5 Healthy-Sounding Foods That Aren’t Actually HealthyArticle posted in: Diet & Nutrition
We’re all trying to make healthier choices, but food companies can make it hard: They label things as “better choices” and with terms like “low-fat” and “good source of protein” without regulation. This creates an effect scientists call the “health halo”: When you perceive a food as “good for you,” you don’t feel guilty about eating more of it. In a 2007 study from Cornell University, participants eating at a “healthy” fast food restaurant underestimated their intake by 151 calories. Make that choice for 50 lunches per year, and you’d gain two or three pounds.
Don’t be fooled. Check labels for calories, and look for these five foods to beware, that seem and sound healthy, but deserve your careful attention.
1. “Veggie” straws or chips:
Don’t be fooled by the green coloring—these are chips. They’re basically identical in nutrition to many traditional potato chip brands. The “straws” contain about 20 fewer calories per one-ounce serving than potato chips—but that’s still 130 calories for less than a handful, and the straws contain more carbs than potato. The most popular veggie chip has 150 calories in a one-ounce serving.
Bottom Line: Skip the chips. Try making your own instead. Click on the link before to find out how:
2. Multi-grain or wheat bread:
The label is trying to confuse you: People who eat whole grains have lower risks of certain chronic diseases. And “multi-grain” sounds like whole grains. And “wheat” is a grain, so that’s good, too, right? It’s not the same thing. While the term “whole grain” is regulated, these other terms (as well as “7-grain,” “ancient grains” and others) are marketing terms that companies can use as they like. Finding out if your favorite bread contains whole grains is easy: If the first or second ingredient in your bread or other carb is “whole grains,” you’re good. If the first ingredient is a milled flour, then you’re looking at a “multi-grain” bread, not a whole grain offering.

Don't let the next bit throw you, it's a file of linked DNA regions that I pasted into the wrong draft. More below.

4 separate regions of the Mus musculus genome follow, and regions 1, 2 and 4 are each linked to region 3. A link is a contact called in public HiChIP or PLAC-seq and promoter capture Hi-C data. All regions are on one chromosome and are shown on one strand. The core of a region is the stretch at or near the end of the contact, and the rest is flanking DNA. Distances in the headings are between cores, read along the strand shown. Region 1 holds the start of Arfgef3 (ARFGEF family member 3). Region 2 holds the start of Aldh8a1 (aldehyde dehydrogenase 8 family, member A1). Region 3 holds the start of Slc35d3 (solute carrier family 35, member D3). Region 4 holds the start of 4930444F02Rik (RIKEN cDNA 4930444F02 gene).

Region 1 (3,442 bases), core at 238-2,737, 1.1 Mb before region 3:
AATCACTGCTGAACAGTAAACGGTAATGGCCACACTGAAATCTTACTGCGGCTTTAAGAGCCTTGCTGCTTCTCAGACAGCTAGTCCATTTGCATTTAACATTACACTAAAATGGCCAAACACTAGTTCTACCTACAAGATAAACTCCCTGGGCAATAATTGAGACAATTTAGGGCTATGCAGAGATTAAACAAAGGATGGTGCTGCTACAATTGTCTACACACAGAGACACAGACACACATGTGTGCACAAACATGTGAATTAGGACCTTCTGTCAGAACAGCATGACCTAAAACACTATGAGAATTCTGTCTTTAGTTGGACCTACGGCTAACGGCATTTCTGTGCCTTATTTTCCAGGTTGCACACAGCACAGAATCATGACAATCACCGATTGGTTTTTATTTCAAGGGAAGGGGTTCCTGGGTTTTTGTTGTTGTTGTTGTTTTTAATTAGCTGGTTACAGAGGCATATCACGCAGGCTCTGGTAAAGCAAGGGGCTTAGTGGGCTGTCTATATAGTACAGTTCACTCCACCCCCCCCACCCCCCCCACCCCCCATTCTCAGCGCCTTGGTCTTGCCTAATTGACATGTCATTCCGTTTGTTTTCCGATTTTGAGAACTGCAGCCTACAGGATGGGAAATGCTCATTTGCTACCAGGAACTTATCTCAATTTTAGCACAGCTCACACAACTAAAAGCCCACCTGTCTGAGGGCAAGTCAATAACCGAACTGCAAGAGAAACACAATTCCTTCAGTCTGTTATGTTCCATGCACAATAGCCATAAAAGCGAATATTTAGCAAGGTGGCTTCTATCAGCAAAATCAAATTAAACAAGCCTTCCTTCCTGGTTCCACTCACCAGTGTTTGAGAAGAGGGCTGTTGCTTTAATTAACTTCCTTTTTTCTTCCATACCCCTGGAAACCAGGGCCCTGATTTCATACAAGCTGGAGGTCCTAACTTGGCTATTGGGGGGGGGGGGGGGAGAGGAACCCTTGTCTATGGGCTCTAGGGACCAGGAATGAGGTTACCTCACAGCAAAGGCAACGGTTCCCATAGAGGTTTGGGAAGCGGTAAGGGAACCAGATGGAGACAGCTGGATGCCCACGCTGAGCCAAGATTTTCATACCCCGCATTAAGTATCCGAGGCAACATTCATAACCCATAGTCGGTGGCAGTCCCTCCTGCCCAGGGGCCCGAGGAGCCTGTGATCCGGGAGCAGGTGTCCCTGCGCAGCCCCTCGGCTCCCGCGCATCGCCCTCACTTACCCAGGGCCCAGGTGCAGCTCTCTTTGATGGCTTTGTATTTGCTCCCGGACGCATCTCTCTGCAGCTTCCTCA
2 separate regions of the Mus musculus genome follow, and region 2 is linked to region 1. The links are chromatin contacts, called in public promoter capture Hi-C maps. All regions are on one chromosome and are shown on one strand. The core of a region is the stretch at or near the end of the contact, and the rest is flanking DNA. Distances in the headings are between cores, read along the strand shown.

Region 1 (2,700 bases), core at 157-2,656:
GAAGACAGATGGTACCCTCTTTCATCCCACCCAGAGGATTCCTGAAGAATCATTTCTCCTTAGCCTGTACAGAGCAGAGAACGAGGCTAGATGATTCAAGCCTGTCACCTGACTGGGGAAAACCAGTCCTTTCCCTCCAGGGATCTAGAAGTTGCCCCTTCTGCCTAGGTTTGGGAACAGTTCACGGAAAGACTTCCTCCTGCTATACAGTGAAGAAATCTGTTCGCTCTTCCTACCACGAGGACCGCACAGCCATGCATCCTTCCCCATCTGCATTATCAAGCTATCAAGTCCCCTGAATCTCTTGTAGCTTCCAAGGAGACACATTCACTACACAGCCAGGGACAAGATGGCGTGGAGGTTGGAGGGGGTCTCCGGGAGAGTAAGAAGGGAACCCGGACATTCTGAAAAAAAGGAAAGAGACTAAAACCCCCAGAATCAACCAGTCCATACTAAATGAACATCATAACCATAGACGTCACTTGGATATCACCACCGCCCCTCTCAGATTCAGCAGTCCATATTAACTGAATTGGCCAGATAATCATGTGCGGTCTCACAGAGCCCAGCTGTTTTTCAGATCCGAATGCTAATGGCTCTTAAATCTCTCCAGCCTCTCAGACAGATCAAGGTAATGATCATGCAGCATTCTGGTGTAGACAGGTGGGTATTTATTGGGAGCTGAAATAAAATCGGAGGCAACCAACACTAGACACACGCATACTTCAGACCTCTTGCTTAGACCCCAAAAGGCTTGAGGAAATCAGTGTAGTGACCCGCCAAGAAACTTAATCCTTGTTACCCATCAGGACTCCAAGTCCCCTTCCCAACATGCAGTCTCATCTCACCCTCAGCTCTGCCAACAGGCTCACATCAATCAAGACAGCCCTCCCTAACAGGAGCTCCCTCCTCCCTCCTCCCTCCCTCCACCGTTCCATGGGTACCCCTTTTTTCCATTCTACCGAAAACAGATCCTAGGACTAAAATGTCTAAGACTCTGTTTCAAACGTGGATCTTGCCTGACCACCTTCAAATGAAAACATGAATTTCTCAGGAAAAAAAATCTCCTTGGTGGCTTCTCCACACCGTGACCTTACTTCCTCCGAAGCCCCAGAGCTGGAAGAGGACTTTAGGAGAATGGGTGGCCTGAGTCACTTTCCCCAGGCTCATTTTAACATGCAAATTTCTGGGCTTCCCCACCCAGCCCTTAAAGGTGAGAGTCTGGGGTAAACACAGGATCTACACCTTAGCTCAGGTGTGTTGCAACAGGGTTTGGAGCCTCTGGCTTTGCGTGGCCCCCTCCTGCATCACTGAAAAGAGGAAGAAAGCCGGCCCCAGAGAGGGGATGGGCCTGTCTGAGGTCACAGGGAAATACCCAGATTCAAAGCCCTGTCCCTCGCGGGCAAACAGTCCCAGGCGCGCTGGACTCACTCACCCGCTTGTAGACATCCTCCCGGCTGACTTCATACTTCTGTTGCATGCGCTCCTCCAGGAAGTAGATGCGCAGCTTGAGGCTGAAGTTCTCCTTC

Bottom Line: Look for “whole grain” foods.
This food is known for being so healthy that it’s used as a pejorative for people who want to live a healthy, natural lifestyle. But if it’s like real granola, there may be hidden calories in every corner of the commune: One cup of granola can have up to 600 calories—more than a Big Mac. And that’s without milk! Yes, granola can deliver 18 grams of protein in the a.m., but you can get the same from three hard-boiled or poached eggs—with almost 400 fewer calories, half the fat and without the 64 grams of carbs you’ll get from the granola.
Bottom Line: Eat it sparingly.
4. Stuff that’s “fat-free” or has “40 percent less fat than chips”:
The low-fat and fat-free diet fads of the 1990s have made us think all fat is bad, but it’s an essential nutrient and can serve a purpose when you’re trying to find ways to lose weight: Foods with fat help you feel satisfied. In studies from 2006, putting a “low-fat” label on a food encouraged people to eat up to 50 percent more compared to those study participants who didn’t see the label. In the study, participants underestimated the calories in “low-fat” foods by almost half. That’s because folks forget that fat-free doesn’t mean calorie-free. And, perhaps the biggest issue with fat-free foods is that often, in order to maintain the flavor, manufacturers just replace the fat with sugar. Be sure to read the nutrition labels of your favorite low-fat products to ensure that they aren’t packed with added sugar.
Bottom Line: “Fat-free” isn’t a license to indulge. And healthy fats (like the kind found in avocados and nuts) are a great option in moderation.
5. Gluten-free products:
According to a 2014 study, only about one percent of Americans suffers from celiac disease, meaning they need to be eating gluten-free. But 31 percent of adults perceive these foods as “healthier,” according to another study. Many people buy and eat these products thinking that ditching gluten is their ticket to ditching excess weight. The only thing that’s really getting thinner as a result is our wallets: Between 2011 and 2013, the $10 billion “gluten-free” food industry grew by 44 percent. In some cases, gluten-free options have more calories than their wheat-filled counterparts. For instance, birthday cake: The gluten-free option, which seems healthier, has 260 calories per serving. With gluten: 240 calories. Or take hot cereal: A gluten-free “cream of rice” cereal has 640 calories per cup, while cream of wheat has just 160 calories.
Bottom Line: Unless you truly have a medical reason to avoid gluten, you can skip gluten-free foods.